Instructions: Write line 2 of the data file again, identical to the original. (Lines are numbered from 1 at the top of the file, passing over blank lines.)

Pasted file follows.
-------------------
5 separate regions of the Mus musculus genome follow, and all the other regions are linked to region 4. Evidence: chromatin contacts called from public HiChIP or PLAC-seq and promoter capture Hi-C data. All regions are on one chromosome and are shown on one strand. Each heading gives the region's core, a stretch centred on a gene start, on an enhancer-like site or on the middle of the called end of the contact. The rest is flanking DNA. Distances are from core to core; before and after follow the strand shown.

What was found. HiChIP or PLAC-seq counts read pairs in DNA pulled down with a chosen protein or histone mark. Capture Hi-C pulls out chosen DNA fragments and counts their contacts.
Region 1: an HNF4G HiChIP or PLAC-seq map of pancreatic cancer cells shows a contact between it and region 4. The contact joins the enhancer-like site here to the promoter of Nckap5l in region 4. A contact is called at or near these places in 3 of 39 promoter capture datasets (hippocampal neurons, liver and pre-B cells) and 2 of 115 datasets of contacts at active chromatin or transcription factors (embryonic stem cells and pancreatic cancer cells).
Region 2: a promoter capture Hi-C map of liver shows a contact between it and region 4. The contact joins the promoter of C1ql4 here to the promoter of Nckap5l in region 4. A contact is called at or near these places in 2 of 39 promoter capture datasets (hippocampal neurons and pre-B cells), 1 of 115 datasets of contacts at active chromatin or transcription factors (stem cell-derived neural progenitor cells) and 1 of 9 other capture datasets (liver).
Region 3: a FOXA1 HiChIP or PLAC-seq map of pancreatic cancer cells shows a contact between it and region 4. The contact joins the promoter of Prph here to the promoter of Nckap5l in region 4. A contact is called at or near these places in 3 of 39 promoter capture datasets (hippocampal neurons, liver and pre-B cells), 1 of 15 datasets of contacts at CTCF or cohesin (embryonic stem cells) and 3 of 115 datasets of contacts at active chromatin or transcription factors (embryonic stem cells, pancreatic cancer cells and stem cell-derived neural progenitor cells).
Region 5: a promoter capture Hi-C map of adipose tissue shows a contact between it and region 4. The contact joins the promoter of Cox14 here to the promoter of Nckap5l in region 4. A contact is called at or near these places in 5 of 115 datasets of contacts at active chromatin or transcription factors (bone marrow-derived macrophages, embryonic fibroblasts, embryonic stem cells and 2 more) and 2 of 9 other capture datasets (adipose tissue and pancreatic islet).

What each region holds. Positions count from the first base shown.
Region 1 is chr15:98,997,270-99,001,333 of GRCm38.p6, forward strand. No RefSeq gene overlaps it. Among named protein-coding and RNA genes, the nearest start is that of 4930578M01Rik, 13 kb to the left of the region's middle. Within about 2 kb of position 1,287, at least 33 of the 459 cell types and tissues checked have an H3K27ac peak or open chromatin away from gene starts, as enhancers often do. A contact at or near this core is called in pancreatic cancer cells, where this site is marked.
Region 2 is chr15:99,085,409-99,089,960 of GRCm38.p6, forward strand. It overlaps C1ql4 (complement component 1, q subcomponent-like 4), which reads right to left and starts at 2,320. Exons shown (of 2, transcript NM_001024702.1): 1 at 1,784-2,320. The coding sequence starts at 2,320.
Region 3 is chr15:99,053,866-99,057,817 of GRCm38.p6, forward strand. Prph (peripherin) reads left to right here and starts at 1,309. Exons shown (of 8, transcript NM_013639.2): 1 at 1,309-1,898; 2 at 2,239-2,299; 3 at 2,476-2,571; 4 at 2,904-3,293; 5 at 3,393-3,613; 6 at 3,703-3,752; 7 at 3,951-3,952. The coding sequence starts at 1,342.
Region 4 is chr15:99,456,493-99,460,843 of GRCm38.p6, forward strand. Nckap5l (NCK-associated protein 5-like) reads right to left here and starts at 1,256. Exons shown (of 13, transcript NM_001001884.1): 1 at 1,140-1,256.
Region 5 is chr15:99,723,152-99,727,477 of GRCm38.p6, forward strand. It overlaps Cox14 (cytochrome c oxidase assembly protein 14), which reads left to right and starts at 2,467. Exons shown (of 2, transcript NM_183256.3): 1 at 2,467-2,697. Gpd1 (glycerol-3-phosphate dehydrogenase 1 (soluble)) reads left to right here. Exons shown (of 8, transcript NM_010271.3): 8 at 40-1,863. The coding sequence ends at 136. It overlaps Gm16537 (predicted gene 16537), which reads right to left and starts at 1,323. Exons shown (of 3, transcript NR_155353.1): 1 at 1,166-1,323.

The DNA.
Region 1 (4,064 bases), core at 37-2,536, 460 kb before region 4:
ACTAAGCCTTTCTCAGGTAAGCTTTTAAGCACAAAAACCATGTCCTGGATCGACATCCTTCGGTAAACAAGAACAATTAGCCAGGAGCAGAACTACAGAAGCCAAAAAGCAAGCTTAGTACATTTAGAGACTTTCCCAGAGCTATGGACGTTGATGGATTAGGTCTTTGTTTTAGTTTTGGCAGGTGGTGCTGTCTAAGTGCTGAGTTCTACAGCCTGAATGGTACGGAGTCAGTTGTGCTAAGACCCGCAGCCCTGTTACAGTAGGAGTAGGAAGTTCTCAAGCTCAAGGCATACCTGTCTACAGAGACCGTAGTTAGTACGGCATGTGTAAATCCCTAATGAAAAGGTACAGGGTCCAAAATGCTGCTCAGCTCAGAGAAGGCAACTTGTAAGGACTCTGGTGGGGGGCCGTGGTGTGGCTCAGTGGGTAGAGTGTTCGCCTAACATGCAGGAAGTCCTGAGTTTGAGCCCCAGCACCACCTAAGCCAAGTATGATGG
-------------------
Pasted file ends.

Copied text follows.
What was found. HiChIP or PLAC-seq counts read pairs in DNA pulled down with a chosen protein or histone mark. Capture Hi-C pulls out chosen DNA fragments and counts their contacts.